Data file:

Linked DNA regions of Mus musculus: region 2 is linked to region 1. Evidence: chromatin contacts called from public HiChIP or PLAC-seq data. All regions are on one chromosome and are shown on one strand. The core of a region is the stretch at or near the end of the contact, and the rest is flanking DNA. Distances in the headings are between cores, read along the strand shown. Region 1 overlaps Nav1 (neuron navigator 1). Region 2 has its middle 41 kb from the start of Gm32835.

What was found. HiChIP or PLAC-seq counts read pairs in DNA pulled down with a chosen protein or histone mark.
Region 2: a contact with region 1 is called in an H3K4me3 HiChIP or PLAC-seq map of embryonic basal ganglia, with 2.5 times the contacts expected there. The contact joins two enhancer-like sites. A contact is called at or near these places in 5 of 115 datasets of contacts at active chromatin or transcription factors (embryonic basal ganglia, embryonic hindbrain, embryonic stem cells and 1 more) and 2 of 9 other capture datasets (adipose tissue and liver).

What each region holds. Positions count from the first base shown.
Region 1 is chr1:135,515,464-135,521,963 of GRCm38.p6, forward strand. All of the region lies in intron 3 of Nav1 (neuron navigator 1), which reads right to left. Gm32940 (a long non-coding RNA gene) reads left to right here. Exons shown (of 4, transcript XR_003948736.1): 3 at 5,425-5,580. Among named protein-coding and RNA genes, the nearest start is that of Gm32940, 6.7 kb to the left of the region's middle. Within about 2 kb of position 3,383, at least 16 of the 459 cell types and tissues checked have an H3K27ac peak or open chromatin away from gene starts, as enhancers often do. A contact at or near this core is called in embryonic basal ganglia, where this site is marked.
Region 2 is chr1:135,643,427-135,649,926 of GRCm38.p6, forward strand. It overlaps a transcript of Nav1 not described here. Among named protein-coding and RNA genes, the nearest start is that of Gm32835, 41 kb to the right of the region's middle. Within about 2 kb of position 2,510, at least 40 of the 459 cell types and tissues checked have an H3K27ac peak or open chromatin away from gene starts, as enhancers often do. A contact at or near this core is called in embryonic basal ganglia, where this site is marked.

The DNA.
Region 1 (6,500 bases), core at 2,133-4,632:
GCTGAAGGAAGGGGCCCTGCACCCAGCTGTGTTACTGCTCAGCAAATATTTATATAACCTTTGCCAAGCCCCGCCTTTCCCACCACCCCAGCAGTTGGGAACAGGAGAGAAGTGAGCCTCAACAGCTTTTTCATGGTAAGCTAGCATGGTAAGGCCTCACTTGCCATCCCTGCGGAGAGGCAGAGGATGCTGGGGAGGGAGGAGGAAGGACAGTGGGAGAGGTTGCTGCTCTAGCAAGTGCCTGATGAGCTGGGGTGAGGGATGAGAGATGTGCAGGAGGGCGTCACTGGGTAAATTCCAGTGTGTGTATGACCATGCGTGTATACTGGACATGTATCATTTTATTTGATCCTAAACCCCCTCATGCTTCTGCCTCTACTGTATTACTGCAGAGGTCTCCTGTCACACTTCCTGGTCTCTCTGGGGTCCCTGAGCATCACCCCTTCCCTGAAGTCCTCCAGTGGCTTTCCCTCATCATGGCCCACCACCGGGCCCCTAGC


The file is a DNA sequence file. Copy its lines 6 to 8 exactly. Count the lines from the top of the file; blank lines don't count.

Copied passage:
Region 2 is chr1:135,643,427-135,649,926 of GRCm38.p6, forward strand. It overlaps a transcript of Nav1 not described here. Among named protein-coding and RNA genes, the nearest start is that of Gm32835, 41 kb to the right of the region's middle. Within about 2 kb of position 2,510, at least 40 of the 459 cell types and tissues checked have an H3K27ac peak or open chromatin away from gene starts, as enhancers often do. A contact at or near this core is called in embryonic basal ganglia, where this site is marked.

The DNA.
Region 1 (6,500 bases), core at 2,133-4,632: